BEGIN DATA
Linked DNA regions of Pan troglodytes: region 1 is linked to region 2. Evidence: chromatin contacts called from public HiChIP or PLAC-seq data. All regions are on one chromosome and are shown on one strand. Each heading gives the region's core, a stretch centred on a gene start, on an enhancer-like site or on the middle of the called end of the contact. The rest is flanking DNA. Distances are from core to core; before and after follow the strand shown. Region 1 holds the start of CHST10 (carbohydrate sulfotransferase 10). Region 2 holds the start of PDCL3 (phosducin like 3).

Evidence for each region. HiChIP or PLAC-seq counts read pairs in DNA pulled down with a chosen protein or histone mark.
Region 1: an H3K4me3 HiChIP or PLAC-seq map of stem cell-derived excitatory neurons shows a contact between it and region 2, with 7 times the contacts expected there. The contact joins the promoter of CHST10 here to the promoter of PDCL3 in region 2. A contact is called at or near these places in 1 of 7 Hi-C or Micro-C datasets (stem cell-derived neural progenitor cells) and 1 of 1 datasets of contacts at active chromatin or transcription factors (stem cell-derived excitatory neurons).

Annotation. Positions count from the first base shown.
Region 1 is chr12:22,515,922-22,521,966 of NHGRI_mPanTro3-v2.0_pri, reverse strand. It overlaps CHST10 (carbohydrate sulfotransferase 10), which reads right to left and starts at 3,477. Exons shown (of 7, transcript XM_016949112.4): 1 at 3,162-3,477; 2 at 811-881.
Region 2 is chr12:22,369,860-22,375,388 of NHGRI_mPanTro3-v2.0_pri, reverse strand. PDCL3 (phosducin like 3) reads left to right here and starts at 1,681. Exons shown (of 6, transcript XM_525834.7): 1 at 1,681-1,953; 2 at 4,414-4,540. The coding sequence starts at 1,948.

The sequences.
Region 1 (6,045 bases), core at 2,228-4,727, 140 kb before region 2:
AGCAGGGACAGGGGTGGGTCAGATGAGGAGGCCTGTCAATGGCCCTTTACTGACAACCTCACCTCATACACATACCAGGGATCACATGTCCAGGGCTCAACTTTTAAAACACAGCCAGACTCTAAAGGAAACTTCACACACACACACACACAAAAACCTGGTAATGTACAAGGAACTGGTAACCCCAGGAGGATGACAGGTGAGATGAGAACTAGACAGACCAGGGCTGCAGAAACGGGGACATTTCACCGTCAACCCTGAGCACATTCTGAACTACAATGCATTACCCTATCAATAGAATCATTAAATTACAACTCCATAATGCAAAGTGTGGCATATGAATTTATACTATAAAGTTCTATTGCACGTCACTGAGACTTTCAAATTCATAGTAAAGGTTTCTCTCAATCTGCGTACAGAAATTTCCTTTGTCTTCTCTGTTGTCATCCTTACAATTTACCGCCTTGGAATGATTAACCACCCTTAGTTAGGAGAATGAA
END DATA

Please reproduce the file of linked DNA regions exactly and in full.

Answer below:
Linked DNA regions of Pan troglodytes: region 1 is linked to region 2. Evidence: chromatin contacts called from public HiChIP or PLAC-seq data. All regions are on one chromosome and are shown on one strand. Each heading gives the region's core, a stretch centred on a gene start, on an enhancer-like site or on the middle of the called end of the contact. The rest is flanking DNA. Distances are from core to core; before and after follow the strand shown. Region 1 holds the start of CHST10 (carbohydrate sulfotransferase 10). Region 2 holds the start of PDCL3 (phosducin like 3).

Evidence for each region. HiChIP or PLAC-seq counts read pairs in DNA pulled down with a chosen protein or histone mark.
Region 1: an H3K4me3 HiChIP or PLAC-seq map of stem cell-derived excitatory neurons shows a contact between it and region 2, with 7 times the contacts expected there. The contact joins the promoter of CHST10 here to the promoter of PDCL3 in region 2. A contact is called at or near these places in 1 of 7 Hi-C or Micro-C datasets (stem cell-derived neural progenitor cells) and 1 of 1 datasets of contacts at active chromatin or transcription factors (stem cell-derived excitatory neurons).

Annotation. Positions count from the first base shown.
Region 1 is chr12:22,515,922-22,521,966 of NHGRI_mPanTro3-v2.0_pri, reverse strand. It overlaps CHST10 (carbohydrate sulfotransferase 10), which reads right to left and starts at 3,477. Exons shown (of 7, transcript XM_016949112.4): 1 at 3,162-3,477; 2 at 811-881.
Region 2 is chr12:22,369,860-22,375,388 of NHGRI_mPanTro3-v2.0_pri, reverse strand. PDCL3 (phosducin like 3) reads left to right here and starts at 1,681. Exons shown (of 6, transcript XM_525834.7): 1 at 1,681-1,953; 2 at 4,414-4,540. The coding sequence starts at 1,948.

The sequences.
Region 1 (6,045 bases), core at 2,228-4,727, 140 kb before region 2:
AGCAGGGACAGGGGTGGGTCAGATGAGGAGGCCTGTCAATGGCCCTTTACTGACAACCTCACCTCATACACATACCAGGGATCACATGTCCAGGGCTCAACTTTTAAAACACAGCCAGACTCTAAAGGAAACTTCACACACACACACACACAAAAACCTGGTAATGTACAAGGAACTGGTAACCCCAGGAGGATGACAGGTGAGATGAGAACTAGACAGACCAGGGCTGCAGAAACGGGGACATTTCACCGTCAACCCTGAGCACATTCTGAACTACAATGCATTACCCTATCAATAGAATCATTAAATTACAACTCCATAATGCAAAGTGTGGCATATGAATTTATACTATAAAGTTCTATTGCACGTCACTGAGACTTTCAAATTCATAGTAAAGGTTTCTCTCAATCTGCGTACAGAAATTTCCTTTGTCTTCTCTGTTGTCATCCTTACAATTTACCGCCTTGGAATGATTAACCACCCTTAGTTAGGAGAATGAA